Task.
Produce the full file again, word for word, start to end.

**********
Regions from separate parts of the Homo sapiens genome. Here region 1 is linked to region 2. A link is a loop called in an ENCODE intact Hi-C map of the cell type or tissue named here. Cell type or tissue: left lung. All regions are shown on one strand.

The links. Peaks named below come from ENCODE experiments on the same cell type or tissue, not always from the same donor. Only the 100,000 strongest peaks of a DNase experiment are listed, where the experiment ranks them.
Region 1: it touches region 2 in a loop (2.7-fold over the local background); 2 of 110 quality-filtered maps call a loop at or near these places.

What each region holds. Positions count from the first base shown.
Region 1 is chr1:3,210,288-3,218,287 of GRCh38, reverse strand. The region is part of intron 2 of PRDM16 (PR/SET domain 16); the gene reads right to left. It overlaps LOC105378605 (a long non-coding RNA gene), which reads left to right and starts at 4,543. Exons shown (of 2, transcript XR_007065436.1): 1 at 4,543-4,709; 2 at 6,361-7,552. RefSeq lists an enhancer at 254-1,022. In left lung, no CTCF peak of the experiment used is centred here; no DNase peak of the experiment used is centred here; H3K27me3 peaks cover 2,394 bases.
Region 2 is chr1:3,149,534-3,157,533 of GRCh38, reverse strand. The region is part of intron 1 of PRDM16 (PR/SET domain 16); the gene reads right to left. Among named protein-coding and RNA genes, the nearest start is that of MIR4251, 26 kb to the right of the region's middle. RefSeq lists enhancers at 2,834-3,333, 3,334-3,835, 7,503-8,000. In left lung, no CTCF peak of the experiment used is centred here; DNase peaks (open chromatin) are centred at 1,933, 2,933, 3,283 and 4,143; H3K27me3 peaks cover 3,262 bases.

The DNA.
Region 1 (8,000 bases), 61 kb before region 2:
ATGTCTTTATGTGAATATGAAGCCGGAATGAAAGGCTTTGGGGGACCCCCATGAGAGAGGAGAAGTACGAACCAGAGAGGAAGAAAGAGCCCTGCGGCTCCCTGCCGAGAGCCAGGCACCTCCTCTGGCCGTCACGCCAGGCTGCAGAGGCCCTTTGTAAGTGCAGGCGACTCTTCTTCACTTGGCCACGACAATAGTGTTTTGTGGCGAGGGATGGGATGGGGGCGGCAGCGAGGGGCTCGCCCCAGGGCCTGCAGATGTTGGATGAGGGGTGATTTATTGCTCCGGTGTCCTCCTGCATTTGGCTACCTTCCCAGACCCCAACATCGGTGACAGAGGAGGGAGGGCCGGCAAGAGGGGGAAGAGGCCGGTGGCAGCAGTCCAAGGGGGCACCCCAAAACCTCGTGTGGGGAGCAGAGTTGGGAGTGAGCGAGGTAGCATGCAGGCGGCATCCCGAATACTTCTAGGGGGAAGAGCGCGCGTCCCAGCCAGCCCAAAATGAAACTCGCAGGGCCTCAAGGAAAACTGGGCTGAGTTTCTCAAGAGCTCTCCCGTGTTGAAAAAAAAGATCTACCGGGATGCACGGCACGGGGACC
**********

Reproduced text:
Regions from separate parts of the Homo sapiens genome. Here region 1 is linked to region 2. A link is a loop called in an ENCODE intact Hi-C map of the cell type or tissue named here. Cell type or tissue: left lung. All regions are shown on one strand.

The links. Peaks named below come from ENCODE experiments on the same cell type or tissue, not always from the same donor. Only the 100,000 strongest peaks of a DNase experiment are listed, where the experiment ranks them.
Region 1: it touches region 2 in a loop (2.7-fold over the local background); 2 of 110 quality-filtered maps call a loop at or near these places.

What each region holds. Positions count from the first base shown.
Region 1 is chr1:3,210,288-3,218,287 of GRCh38, reverse strand. The region is part of intron 2 of PRDM16 (PR/SET domain 16); the gene reads right to left. It overlaps LOC105378605 (a long non-coding RNA gene), which reads left to right and starts at 4,543. Exons shown (of 2, transcript XR_007065436.1): 1 at 4,543-4,709; 2 at 6,361-7,552. RefSeq lists an enhancer at 254-1,022. In left lung, no CTCF peak of the experiment used is centred here; no DNase peak of the experiment used is centred here; H3K27me3 peaks cover 2,394 bases.
Region 2 is chr1:3,149,534-3,157,533 of GRCh38, reverse strand. The region is part of intron 1 of PRDM16 (PR/SET domain 16); the gene reads right to left. Among named protein-coding and RNA genes, the nearest start is that of MIR4251, 26 kb to the right of the region's middle. RefSeq lists enhancers at 2,834-3,333, 3,334-3,835, 7,503-8,000. In left lung, no CTCF peak of the experiment used is centred here; DNase peaks (open chromatin) are centred at 1,933, 2,933, 3,283 and 4,143; H3K27me3 peaks cover 3,262 bases.

The DNA.
Region 1 (8,000 bases), 61 kb before region 2:
ATGTCTTTATGTGAATATGAAGCCGGAATGAAAGGCTTTGGGGGACCCCCATGAGAGAGGAGAAGTACGAACCAGAGAGGAAGAAAGAGCCCTGCGGCTCCCTGCCGAGAGCCAGGCACCTCCTCTGGCCGTCACGCCAGGCTGCAGAGGCCCTTTGTAAGTGCAGGCGACTCTTCTTCACTTGGCCACGACAATAGTGTTTTGTGGCGAGGGATGGGATGGGGGCGGCAGCGAGGGGCTCGCCCCAGGGCCTGCAGATGTTGGATGAGGGGTGATTTATTGCTCCGGTGTCCTCCTGCATTTGGCTACCTTCCCAGACCCCAACATCGGTGACAGAGGAGGGAGGGCCGGCAAGAGGGGGAAGAGGCCGGTGGCAGCAGTCCAAGGGGGCACCCCAAAACCTCGTGTGGGGAGCAGAGTTGGGAGTGAGCGAGGTAGCATGCAGGCGGCATCCCGAATACTTCTAGGGGGAAGAGCGCGCGTCCCAGCCAGCCCAAAATGAAACTCGCAGGGCCTCAAGGAAAACTGGGCTGAGTTTCTCAAGAGCTCTCCCGTGTTGAAAAAAAAGATCTACCGGGATGCACGGCACGGGGACC